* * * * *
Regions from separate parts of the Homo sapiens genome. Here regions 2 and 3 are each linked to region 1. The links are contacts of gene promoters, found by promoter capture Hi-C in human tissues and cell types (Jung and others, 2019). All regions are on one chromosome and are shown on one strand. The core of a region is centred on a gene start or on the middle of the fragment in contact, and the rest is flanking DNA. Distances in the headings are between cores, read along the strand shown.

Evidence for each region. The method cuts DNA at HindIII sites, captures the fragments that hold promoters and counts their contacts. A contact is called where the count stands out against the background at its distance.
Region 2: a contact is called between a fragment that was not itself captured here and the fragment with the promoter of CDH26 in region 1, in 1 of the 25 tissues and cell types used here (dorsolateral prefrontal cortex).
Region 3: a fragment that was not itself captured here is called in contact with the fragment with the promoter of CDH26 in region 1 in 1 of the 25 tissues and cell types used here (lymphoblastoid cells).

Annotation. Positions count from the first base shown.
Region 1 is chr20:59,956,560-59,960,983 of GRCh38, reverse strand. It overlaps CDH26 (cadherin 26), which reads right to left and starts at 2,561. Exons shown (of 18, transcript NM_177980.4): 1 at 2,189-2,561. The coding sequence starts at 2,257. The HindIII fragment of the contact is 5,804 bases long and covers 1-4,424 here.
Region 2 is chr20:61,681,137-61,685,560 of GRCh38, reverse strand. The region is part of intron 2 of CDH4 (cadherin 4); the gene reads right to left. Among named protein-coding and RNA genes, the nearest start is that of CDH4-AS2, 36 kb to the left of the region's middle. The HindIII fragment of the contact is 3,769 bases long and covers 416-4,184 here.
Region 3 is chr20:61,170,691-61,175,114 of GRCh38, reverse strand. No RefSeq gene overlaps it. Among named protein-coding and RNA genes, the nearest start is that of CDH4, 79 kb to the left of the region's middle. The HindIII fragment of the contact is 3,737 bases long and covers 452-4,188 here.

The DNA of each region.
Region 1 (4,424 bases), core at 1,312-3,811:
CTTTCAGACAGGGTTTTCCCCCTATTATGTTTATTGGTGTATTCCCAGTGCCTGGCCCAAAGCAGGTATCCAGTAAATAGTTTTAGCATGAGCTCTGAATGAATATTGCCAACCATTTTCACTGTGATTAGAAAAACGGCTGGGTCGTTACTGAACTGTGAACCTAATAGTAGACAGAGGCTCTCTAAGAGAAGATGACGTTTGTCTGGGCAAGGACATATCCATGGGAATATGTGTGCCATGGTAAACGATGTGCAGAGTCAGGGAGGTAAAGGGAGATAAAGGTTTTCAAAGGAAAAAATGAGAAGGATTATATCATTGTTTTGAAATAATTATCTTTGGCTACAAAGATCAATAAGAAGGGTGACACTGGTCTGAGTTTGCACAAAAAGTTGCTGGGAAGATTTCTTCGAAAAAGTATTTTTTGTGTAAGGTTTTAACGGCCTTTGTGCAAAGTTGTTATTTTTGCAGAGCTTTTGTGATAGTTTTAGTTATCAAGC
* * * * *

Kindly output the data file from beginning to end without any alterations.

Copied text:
Regions from separate parts of the Homo sapiens genome. Here regions 2 and 3 are each linked to region 1. The links are contacts of gene promoters, found by promoter capture Hi-C in human tissues and cell types (Jung and others, 2019). All regions are on one chromosome and are shown on one strand. The core of a region is centred on a gene start or on the middle of the fragment in contact, and the rest is flanking DNA. Distances in the headings are between cores, read along the strand shown.

Evidence for each region. The method cuts DNA at HindIII sites, captures the fragments that hold promoters and counts their contacts. A contact is called where the count stands out against the background at its distance.
Region 2: a contact is called between a fragment that was not itself captured here and the fragment with the promoter of CDH26 in region 1, in 1 of the 25 tissues and cell types used here (dorsolateral prefrontal cortex).
Region 3: a fragment that was not itself captured here is called in contact with the fragment with the promoter of CDH26 in region 1 in 1 of the 25 tissues and cell types used here (lymphoblastoid cells).

Annotation. Positions count from the first base shown.
Region 1 is chr20:59,956,560-59,960,983 of GRCh38, reverse strand. It overlaps CDH26 (cadherin 26), which reads right to left and starts at 2,561. Exons shown (of 18, transcript NM_177980.4): 1 at 2,189-2,561. The coding sequence starts at 2,257. The HindIII fragment of the contact is 5,804 bases long and covers 1-4,424 here.
Region 2 is chr20:61,681,137-61,685,560 of GRCh38, reverse strand. The region is part of intron 2 of CDH4 (cadherin 4); the gene reads right to left. Among named protein-coding and RNA genes, the nearest start is that of CDH4-AS2, 36 kb to the left of the region's middle. The HindIII fragment of the contact is 3,769 bases long and covers 416-4,184 here.
Region 3 is chr20:61,170,691-61,175,114 of GRCh38, reverse strand. No RefSeq gene overlaps it. Among named protein-coding and RNA genes, the nearest start is that of CDH4, 79 kb to the left of the region's middle. The HindIII fragment of the contact is 3,737 bases long and covers 452-4,188 here.

The DNA of each region.
Region 1 (4,424 bases), core at 1,312-3,811:
CTTTCAGACAGGGTTTTCCCCCTATTATGTTTATTGGTGTATTCCCAGTGCCTGGCCCAAAGCAGGTATCCAGTAAATAGTTTTAGCATGAGCTCTGAATGAATATTGCCAACCATTTTCACTGTGATTAGAAAAACGGCTGGGTCGTTACTGAACTGTGAACCTAATAGTAGACAGAGGCTCTCTAAGAGAAGATGACGTTTGTCTGGGCAAGGACATATCCATGGGAATATGTGTGCCATGGTAAACGATGTGCAGAGTCAGGGAGGTAAAGGGAGATAAAGGTTTTCAAAGGAAAAAATGAGAAGGATTATATCATTGTTTTGAAATAATTATCTTTGGCTACAAAGATCAATAAGAAGGGTGACACTGGTCTGAGTTTGCACAAAAAGTTGCTGGGAAGATTTCTTCGAAAAAGTATTTTTTGTGTAAGGTTTTAACGGCCTTTGTGCAAAGTTGTTATTTTTGCAGAGCTTTTGTGATAGTTTTAGTTATCAAGC